When Ipsen announced last week that it wanted in on Exelixis’ Cabometyx for thyroid cancer, the company pegged that move to the oncology drug’s promising late-stage trial results. Now, Exelixis is offering up more details of that very trial.
For a phase 3 study up for presentation at the virtual American Society of Clinical Oncology meeting, investigators enrolled approximately 300 differentiated thyroid cancer patients who were resistant to radioiodine treatment and previously treated with VEGFR-targeting drugs such as Bayer’s Nexavar or Eisai’s Lenvima.
Late last year, Exelixis reported topline data showing the tyrosine kinase inhibitor reduced the risk of disease progression or death by 78%, meeting its co-primary endpoint.
Now, investigators are reporting that placebo patients went a median 1.9 months without their cancer worsening, while the median hadn’t yet been reached in the Cabometyx arm.
Yet on a more sour note, the overall response rate in the trial came in at 15% among the first 100 randomized patients after six months, falling short of the trial’s co-primary endpoint.
Patients on Cabometyx reported far higher rates of adverse events compared with placebo, including diarrhea (51% vs 3%), hand-foot skin reaction (46% vs 0%), hypertension (28% vs 5%), fatigue (27% vs 8%) and nausea (24% vs 2%). While just over half of those on Cabometyx reported serious reactions, only 5% had to quit the study because of them, according to the readout.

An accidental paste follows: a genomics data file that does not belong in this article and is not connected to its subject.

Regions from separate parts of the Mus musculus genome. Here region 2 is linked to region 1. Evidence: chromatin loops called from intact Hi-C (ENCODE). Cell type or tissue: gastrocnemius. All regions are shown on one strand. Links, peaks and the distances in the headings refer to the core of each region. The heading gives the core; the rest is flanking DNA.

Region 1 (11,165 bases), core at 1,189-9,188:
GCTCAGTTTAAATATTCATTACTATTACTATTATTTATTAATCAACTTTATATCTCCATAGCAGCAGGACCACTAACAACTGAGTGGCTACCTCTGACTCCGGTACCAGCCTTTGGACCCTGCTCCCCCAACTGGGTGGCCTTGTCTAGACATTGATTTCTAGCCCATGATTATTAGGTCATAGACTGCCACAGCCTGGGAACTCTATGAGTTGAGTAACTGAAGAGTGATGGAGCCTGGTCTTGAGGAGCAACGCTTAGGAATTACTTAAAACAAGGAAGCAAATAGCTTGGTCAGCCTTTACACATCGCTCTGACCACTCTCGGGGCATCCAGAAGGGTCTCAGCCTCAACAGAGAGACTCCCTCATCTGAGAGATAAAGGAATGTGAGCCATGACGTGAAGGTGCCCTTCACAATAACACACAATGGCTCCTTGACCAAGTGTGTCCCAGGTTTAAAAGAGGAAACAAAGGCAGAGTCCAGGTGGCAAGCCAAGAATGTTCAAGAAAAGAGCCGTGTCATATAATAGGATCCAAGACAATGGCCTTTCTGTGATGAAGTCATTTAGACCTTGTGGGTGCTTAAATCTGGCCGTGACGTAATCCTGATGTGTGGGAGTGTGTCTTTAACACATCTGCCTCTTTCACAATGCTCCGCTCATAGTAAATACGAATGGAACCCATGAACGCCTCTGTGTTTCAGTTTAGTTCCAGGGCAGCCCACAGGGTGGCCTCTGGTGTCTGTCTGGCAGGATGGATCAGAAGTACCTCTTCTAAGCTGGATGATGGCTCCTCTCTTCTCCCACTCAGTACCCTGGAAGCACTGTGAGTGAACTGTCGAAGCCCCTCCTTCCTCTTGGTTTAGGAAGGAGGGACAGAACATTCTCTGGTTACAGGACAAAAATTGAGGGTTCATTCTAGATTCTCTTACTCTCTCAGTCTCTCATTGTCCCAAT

Exelixis plans to release more details of its phase 3 findings during a session at the ASCO Annual Meeting on June 7.
Based on last year’s interim results, the independent safety monitoring board suggested the trial stop enrolling patients and participants be unblinded. The FDA later awarded the drug breakthrough therapy status, which is given to new medicines when they show substantial improvement over currently available treatments on at least one clinically significant endpoint.
In Ipsen’s case, it already had an exclusive partnership with Exelixis to commercialize Cabometyx—authorized in over 50 countries for the treatment of kidney cancer—outside the U.S. and Japan. But now that Ipsen has exercised its option to collaborate with Exelixis on Cabometyx’s pivotal phase 3 clinical trial, the company will have access to its full set of results to help with future regulatory submissions.
Roughly 44,000 new cases of thyroid cancer will be diagnosed in the U.S. this year, Exelixis says. Differentiated thyroid tumors make up most of all thyroid cancers and are usually treated with surgery, followed by treatment with radioiodine.
But roughly 5% to 15% of those tumors are resistant to the treatment, leaving patients with few options to improve life expectancy, Exelixis says.
Exelixis’ medical chief Gisela Schwab, M.D., maintained on a call with analysts in early May that the California-based biotech would forge ahead with a new drug application for Cabometyx by the end of June. Cabometyx already scored one FDA nod early this year as a combo treatment for renal cell carcinoma.